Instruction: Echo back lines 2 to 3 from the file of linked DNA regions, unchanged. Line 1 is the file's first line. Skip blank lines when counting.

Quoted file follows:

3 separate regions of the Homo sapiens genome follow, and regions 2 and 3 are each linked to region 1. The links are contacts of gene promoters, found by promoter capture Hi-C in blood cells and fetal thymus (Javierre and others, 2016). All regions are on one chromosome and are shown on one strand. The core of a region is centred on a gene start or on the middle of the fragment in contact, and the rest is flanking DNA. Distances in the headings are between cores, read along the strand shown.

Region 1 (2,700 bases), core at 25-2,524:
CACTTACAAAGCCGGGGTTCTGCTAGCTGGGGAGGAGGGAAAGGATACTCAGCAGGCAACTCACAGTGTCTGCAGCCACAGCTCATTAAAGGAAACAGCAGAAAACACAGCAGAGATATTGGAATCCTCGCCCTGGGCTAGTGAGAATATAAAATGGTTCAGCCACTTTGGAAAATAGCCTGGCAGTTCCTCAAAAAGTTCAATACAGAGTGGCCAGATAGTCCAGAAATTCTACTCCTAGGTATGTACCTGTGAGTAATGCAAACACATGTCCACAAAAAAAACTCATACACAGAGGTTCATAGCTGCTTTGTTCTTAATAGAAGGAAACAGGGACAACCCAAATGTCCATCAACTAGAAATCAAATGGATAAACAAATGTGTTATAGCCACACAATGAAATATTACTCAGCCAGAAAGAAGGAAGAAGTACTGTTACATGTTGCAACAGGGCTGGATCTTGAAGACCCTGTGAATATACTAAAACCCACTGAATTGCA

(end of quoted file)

Region 1 (2,700 bases), core at 25-2,524:
CACTTACAAAGCCGGGGTTCTGCTAGCTGGGGAGGAGGGAAAGGATACTCAGCAGGCAACTCACAGTGTCTGCAGCCACAGCTCATTAAAGGAAACAGCAGAAAACACAGCAGAGATATTGGAATCCTCGCCCTGGGCTAGTGAGAATATAAAATGGTTCAGCCACTTTGGAAAATAGCCTGGCAGTTCCTCAAAAAGTTCAATACAGAGTGGCCAGATAGTCCAGAAATTCTACTCCTAGGTATGTACCTGTGAGTAATGCAAACACATGTCCACAAAAAAAACTCATACACAGAGGTTCATAGCTGCTTTGTTCTTAATAGAAGGAAACAGGGACAACCCAAATGTCCATCAACTAGAAATCAAATGGATAAACAAATGTGTTATAGCCACACAATGAAATATTACTCAGCCAGAAAGAAGGAAGAAGTACTGTTACATGTTGCAACAGGGCTGGATCTTGAAGACCCTGTGAATATACTAAAACCCACTGAATTGCA